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Rapist apologizes, says he'll change

"Oh, Lord! What I wouldn't give for a second chance!"

That is the concluding line of serial rapist Jason Higgins' poem, "Second Chance." But the only chance his victims want him to have is to spend the rest of his life in prison.Higgins was sentenced to two consecutive 15-year minimum prison terms Monday after pleading guilty to a series of attacks on lone women in the Ogden area in 1996 and early 1997.

There were eight separate attacks in which women were raped or sodomized. Most victims are teenage girls. Two are women in their 50s. One 14-year-old was raped twice in separate attacks a month apart.

Higgins, 24, was charged with 21 felonies in the attacks and pleaded guilty in a plea agreement to six first-degree felonies and three second-degree felonies. As part of the plea agreement, the prosecution and defense attorney John Caine agreed to recommend two consecutive prison terms, the rest to run concurrently.

Several victims told 2nd District Judge Parley Baldwin how their lives have been shattered by Higgins' attacks.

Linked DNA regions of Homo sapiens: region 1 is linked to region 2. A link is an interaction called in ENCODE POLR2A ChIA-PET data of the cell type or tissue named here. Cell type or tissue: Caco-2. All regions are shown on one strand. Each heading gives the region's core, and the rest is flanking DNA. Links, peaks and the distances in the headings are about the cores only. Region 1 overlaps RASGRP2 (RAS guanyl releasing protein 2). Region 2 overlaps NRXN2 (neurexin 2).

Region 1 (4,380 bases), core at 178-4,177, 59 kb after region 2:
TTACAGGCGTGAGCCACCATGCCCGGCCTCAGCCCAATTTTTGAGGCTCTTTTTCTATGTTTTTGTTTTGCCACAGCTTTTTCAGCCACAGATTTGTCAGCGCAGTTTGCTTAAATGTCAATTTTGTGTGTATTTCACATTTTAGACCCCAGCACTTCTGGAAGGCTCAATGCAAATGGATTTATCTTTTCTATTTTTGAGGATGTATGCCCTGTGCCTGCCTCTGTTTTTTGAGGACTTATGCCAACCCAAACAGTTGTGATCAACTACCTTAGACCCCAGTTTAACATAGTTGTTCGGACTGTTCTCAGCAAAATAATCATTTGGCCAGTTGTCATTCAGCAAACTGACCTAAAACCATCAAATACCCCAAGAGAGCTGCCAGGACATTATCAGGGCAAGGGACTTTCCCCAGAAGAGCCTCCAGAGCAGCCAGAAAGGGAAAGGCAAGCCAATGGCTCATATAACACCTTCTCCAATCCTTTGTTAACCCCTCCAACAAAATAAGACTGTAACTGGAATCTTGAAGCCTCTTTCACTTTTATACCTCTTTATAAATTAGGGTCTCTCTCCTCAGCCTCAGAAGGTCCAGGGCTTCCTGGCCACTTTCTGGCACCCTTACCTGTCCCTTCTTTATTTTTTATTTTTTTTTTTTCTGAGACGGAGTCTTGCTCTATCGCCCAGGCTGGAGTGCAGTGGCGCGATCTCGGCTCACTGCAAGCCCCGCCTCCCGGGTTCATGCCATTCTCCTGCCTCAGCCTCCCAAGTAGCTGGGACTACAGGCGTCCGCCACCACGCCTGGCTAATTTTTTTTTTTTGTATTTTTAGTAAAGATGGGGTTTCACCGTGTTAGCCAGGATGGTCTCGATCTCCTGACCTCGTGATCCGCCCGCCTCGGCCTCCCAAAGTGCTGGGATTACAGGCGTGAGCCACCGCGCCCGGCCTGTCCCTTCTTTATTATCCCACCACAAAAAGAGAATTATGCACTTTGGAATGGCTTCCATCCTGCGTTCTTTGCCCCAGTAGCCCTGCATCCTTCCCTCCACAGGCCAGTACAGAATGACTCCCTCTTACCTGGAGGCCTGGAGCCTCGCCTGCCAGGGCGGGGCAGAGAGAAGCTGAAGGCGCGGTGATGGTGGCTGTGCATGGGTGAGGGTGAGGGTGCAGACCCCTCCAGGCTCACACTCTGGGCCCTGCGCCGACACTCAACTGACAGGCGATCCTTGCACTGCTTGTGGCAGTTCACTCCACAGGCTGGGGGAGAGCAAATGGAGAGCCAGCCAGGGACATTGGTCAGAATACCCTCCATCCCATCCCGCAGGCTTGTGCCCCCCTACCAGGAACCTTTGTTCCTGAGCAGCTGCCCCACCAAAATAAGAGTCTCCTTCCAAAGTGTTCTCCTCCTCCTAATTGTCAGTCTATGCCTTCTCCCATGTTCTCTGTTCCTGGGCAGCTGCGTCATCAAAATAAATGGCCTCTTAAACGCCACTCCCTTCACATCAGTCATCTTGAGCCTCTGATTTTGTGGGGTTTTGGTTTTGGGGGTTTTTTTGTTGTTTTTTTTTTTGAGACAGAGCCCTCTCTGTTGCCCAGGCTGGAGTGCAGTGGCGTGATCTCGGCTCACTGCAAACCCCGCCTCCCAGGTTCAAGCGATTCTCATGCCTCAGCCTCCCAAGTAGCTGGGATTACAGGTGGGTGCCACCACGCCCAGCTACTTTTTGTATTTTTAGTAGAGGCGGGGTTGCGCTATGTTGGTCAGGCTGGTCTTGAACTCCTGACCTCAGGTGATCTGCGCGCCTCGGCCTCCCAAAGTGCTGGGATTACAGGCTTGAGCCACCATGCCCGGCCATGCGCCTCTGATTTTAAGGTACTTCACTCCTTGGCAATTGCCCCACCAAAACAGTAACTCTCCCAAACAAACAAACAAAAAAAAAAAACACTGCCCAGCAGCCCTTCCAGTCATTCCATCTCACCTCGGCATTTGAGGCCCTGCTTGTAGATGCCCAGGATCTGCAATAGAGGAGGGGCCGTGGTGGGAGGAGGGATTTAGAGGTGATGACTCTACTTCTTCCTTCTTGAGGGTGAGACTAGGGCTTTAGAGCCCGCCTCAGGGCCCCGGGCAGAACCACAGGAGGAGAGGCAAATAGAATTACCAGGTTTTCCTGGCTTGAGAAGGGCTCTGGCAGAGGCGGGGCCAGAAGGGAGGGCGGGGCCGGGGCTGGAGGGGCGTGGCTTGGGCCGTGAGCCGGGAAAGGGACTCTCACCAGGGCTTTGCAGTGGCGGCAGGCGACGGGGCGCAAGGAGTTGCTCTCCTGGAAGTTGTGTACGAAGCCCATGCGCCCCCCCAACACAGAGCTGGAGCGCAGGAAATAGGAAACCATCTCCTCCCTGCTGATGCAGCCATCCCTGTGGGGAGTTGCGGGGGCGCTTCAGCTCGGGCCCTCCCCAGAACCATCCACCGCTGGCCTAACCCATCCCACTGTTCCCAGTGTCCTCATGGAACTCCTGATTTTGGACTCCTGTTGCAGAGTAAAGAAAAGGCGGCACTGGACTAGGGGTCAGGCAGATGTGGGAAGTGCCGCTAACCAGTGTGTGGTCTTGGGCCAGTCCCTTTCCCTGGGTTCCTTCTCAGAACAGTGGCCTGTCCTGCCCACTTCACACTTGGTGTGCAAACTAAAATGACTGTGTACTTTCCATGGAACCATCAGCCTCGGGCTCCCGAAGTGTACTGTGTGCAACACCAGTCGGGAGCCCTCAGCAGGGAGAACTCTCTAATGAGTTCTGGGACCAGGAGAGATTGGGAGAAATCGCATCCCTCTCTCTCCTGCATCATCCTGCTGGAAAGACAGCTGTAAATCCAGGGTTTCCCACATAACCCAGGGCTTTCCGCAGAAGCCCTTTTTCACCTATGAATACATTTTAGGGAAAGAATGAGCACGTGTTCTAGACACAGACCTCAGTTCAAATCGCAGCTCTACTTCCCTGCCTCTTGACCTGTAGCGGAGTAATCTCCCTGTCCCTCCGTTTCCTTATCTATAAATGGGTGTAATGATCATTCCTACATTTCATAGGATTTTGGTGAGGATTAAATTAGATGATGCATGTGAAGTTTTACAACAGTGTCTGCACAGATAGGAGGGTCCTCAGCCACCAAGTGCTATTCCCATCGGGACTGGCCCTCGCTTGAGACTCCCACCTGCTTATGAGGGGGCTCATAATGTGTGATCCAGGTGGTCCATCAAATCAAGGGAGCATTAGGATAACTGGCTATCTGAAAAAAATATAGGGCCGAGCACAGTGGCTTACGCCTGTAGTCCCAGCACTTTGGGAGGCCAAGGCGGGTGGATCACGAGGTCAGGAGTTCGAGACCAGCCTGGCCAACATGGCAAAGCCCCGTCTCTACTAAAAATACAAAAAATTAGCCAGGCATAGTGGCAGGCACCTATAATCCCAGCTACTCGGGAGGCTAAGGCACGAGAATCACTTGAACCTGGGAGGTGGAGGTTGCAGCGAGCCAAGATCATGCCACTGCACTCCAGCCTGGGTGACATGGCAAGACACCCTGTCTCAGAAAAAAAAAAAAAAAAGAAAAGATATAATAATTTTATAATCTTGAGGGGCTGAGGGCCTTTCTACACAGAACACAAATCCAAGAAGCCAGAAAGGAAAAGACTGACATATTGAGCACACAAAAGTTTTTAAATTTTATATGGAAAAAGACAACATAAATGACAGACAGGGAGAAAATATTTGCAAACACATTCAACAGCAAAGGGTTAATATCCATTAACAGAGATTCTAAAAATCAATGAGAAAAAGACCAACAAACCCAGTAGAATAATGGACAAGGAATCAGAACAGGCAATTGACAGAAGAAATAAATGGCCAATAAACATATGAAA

They told of recurring nightmares, fears of walking alone and the stigma of being a rape victim. One girl refuses to go to school because of the teasing from classmates, fostering a truancy charge that has landed her in juvenile court, she said.

One victim described how she was walking home from a school pep rally when she was attacked. "We will all live in pain for the rest of our lives. Me, my family, the other victims," she said. "I hope he goes to prison until the day he dies."

Higgins, a construction worker, apologized to the victims and their families, saying he doesn't understand why he attacked the women and will seek counseling in prison "to isolate this deviation and prevent it from ever happening again.

"I am not a person who lacks compassion or remorse, one who is unrepentant and cold-hearted," Higgins said, reading from a prepared statement. "All I can say is that these actions in no way reflect the true person that I am."

Caine called Higgins a "compelling individual, forthright and honest, very introspective" and read the "Second Chance" poem in court.

Higgins grew up lacking a father figure, Caine said, was emotionally and physically abused by his grandfather, and sexually molested as a boy by a neighbor.

Weber County Attorney Mark DeCaria said Higgins' attacks were crimes of repeated violence that brutalized his victims and terrorized women all across northern Utah.

People changed their lifestyles, where they walked and when they jogged, because of the string of rapes, DeCaria said.

Baldwin agreed, saying the women were "brutally attacked. Their lives will never be the same. The depth of their agony will only ever be known to them."

"Your acts were that of a monster, rising from a black hole," Baldwin told Higgins. "They were cowardly acts, brutal violations perpetrated on the victims."